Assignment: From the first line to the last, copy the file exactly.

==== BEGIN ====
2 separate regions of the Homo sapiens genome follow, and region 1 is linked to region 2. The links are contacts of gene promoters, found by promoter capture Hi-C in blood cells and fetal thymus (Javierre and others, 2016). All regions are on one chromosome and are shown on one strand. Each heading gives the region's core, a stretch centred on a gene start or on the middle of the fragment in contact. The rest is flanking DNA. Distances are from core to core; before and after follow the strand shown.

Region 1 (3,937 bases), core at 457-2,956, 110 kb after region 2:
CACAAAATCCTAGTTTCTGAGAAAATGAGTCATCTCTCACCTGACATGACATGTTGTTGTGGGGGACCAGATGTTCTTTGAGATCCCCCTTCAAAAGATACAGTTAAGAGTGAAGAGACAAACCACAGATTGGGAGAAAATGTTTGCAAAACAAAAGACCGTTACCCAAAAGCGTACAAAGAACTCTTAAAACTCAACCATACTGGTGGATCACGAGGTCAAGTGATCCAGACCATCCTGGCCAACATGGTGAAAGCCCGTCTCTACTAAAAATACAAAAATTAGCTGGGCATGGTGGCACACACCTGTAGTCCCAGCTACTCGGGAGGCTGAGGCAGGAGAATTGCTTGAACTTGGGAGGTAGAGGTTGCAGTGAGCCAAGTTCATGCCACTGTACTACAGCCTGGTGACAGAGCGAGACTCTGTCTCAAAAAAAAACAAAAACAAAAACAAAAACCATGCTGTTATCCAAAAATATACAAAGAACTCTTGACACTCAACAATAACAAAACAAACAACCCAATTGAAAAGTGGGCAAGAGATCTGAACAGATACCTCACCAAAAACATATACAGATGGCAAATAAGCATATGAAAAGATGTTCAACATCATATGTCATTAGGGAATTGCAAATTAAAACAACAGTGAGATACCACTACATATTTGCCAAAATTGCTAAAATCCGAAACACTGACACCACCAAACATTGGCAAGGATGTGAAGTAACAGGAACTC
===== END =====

2 separate regions of the Homo sapiens genome follow, and region 1 is linked to region 2. The links are contacts of gene promoters, found by promoter capture Hi-C in blood cells and fetal thymus (Javierre and others, 2016). All regions are on one chromosome and are shown on one strand. Each heading gives the region's core, a stretch centred on a gene start or on the middle of the fragment in contact. The rest is flanking DNA. Distances are from core to core; before and after follow the strand shown.

Region 1 (3,937 bases), core at 457-2,956, 110 kb after region 2:
CACAAAATCCTAGTTTCTGAGAAAATGAGTCATCTCTCACCTGACATGACATGTTGTTGTGGGGGACCAGATGTTCTTTGAGATCCCCCTTCAAAAGATACAGTTAAGAGTGAAGAGACAAACCACAGATTGGGAGAAAATGTTTGCAAAACAAAAGACCGTTACCCAAAAGCGTACAAAGAACTCTTAAAACTCAACCATACTGGTGGATCACGAGGTCAAGTGATCCAGACCATCCTGGCCAACATGGTGAAAGCCCGTCTCTACTAAAAATACAAAAATTAGCTGGGCATGGTGGCACACACCTGTAGTCCCAGCTACTCGGGAGGCTGAGGCAGGAGAATTGCTTGAACTTGGGAGGTAGAGGTTGCAGTGAGCCAAGTTCATGCCACTGTACTACAGCCTGGTGACAGAGCGAGACTCTGTCTCAAAAAAAAACAAAAACAAAAACAAAAACCATGCTGTTATCCAAAAATATACAAAGAACTCTTGACACTCAACAATAACAAAACAAACAACCCAATTGAAAAGTGGGCAAGAGATCTGAACAGATACCTCACCAAAAACATATACAGATGGCAAATAAGCATATGAAAAGATGTTCAACATCATATGTCATTAGGGAATTGCAAATTAAAACAACAGTGAGATACCACTACATATTTGCCAAAATTGCTAAAATCCGAAACACTGACACCACCAAACATTGGCAAGGATGTGAAGTAACAGGAACTC